It’s a confusing time for the NHS. One minute there’s talk of if being ‘weaponised’ like some all consuming superhero, the next it’s being sent to bed with no supper for causing all those ‘avoidable deaths’.
It seems the NHS is not so much a service that is offered but rather a slave that is used – and abused – by those who would seek to master it for their own, often political ends. But it’s not just the politicians who behave like this. Nor is it only the pharmaceutical industry who use it to push their products beyond where there is a genuine need. We patients also use the NHS, arrogantly proclaim that it is ‘our NHS’ and demand it meets ‘our wants’ – in a manner which we deem appropriate and in a time scale we consider acceptable. It’s time we appreciated that the NHS is just that – a service that we are privileged to have offered to us, not a slave we own and can demand of what we will. Something of a completely different perspective is required.
It’s time to free the NHS.
Free it from political interference, pharmaceutical manipulation and unreasonable consumer demand. Free it to become the genuine service that we require – one that seeks to meet only the genuine health needs of the nation.
So what exactly will this emancipated NHS offer us? That is something that needs to be decided upon by guardians of the service – appointed because they are wise enough to see that there is a difference between what medicine can do and what medicine should do. They need to be clear headed enough to appreciate that advances in medicine have outstripped the capacity that exists to deliver healthcare, both in terms of finances and workforce, and as such decisions on what services will and won’t be offered have to be made.
Decisions do need to be made, but not because they are politically expedient or serve an individual’s self interest, but because wisdom dictates that they are so made. Not all such decisions will be popular but they need to be made, and accepted, none the less. Of course where inefficiency and poor practice exists there needs to be improvements but the fact remains that with the body of medical knowledge increasing exponentially, and more and more expensive treatments appearing on the market on a daily basis, it is simply no longer possible to know all their is to know, or fund all that could be funded. Finances are limited – as are the human resources within the NHS. Constant promises by our politicians and demands by its users of what the NHS will provide, along with often unwarranted criticism and blame when these impossible targets are not met has a human cost on those who try to do their best in an increasingly difficult workplace – a workplace that is threatening to become a battleground.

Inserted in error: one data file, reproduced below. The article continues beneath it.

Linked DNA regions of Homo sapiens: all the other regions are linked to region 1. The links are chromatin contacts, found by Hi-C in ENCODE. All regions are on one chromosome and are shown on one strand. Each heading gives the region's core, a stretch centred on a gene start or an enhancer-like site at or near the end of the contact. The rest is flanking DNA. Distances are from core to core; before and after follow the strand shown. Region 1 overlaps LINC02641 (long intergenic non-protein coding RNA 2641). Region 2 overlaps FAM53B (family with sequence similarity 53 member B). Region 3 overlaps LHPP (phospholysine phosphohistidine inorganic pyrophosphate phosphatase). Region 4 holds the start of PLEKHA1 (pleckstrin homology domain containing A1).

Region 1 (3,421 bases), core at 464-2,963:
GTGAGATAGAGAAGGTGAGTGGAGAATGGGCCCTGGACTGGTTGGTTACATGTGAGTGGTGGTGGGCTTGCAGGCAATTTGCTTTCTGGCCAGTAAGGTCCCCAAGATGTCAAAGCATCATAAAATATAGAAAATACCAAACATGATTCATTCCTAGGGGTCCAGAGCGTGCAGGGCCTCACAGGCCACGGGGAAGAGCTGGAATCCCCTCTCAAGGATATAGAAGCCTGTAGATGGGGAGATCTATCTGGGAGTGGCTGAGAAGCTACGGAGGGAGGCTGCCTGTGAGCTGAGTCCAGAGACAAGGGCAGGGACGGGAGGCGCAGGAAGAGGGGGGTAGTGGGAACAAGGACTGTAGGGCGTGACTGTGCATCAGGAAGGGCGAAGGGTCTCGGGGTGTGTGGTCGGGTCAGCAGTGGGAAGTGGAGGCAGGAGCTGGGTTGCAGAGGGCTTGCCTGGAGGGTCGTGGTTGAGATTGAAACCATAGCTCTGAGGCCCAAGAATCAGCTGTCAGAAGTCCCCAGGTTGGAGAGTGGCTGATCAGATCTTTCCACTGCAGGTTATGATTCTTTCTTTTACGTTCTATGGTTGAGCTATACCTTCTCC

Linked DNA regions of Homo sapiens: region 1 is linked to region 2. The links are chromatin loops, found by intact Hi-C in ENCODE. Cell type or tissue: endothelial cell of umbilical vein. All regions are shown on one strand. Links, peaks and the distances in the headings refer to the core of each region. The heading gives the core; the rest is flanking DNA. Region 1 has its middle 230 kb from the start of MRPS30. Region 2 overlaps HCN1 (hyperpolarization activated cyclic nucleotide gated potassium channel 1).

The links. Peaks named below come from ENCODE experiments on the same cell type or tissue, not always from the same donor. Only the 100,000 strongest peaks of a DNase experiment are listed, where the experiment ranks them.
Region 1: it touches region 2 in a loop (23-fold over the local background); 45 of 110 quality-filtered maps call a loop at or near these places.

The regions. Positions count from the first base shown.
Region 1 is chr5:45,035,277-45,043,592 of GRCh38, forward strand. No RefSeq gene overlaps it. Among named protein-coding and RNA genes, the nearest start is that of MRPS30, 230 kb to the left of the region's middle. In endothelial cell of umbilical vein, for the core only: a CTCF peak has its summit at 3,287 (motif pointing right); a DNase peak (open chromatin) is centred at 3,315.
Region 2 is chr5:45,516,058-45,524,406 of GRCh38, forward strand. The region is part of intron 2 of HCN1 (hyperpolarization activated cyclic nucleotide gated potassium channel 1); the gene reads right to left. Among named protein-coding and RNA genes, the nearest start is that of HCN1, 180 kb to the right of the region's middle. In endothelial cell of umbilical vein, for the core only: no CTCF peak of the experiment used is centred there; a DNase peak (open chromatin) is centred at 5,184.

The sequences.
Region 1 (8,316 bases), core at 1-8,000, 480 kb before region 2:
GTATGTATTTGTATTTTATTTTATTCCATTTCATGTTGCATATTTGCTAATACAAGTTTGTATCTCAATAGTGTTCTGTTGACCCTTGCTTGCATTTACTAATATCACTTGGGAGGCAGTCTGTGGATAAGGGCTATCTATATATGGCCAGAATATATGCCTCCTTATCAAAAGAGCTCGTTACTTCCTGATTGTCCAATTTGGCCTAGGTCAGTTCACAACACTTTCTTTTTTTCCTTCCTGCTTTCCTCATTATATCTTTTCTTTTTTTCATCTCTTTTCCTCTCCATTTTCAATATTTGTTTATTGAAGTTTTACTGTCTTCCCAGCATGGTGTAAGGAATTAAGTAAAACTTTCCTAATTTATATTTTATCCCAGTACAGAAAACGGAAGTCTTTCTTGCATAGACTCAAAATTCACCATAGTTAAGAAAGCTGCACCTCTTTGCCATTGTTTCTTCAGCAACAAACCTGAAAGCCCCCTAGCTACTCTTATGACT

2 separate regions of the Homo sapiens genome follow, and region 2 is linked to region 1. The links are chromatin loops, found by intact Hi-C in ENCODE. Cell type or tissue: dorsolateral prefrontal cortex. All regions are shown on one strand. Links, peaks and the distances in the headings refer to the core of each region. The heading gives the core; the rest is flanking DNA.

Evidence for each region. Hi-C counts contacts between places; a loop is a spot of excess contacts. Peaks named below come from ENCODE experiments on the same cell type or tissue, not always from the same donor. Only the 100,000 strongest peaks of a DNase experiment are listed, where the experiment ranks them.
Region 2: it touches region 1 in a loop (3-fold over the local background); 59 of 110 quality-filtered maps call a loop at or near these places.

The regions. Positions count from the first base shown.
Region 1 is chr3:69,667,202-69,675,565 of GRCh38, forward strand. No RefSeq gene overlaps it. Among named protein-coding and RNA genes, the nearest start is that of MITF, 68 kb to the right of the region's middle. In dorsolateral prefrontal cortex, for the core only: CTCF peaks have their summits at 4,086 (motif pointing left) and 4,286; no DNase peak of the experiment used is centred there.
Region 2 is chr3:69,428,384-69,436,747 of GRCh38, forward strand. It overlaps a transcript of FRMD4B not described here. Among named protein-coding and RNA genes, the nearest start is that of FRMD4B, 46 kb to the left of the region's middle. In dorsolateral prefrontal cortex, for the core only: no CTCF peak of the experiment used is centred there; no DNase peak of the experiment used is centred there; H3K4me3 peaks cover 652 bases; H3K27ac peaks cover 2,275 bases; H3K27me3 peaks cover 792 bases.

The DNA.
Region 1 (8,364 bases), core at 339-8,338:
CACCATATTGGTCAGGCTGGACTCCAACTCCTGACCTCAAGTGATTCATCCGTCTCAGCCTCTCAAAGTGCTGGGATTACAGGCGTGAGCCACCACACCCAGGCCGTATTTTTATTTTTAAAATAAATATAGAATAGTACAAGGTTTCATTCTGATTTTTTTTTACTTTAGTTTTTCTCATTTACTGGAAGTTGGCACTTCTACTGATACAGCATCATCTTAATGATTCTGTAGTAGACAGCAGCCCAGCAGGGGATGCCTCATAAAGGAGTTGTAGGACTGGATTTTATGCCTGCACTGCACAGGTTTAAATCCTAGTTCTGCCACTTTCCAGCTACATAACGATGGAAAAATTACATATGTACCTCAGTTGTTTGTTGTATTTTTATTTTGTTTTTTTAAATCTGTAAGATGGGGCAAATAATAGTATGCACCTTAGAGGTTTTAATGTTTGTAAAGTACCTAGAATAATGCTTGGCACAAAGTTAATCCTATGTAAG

It’s true that the NHS is ‘not the Messiah’ we would perhaps like it to be, but neither is it ‘a very naughty boy’.* As Goldacre has said, I think you’ll find it a bit more complicated than that.
It seems to me that the fundamental problem lies in the fact that we as a society continue in search of the holy grail of eternal life – death must be avoided at all costs. And we have charged medicine with delivering this dream. So certain have we become that this is possible, that when death does rear its ugly, unwelcome head, the appropriate response so often becomes one of moral censure of those who failed to deliver the impossible.
When things go wrong, it seems, we are more comfortable attributing the problem to the moral failings of those who have tried to help, than the reality that death and suffering are part of the world we live in. And here is the irony of it all. By treating the NHS as our slave, demanding it deliver us from our inevitable death, we have made medicine our master and have become ourselves enslaved by it. By making the meaning of life the avoidance of death, we are in bondage to the health parameters that we have imposed upon our selves, even as we strive to impose them on others. As Augustine wrote:
What does it matter by what kind of death life is bought to an end? When man’s life is ended he does not have to die again. Among the daily chances of this life every man on earth is threatened in the same way by innumerable deaths, and it is uncertain which of them will come to him. And so the question is whether it is better to suffer once in dying or to fear them all in living.
*With apologies to Monty Python.
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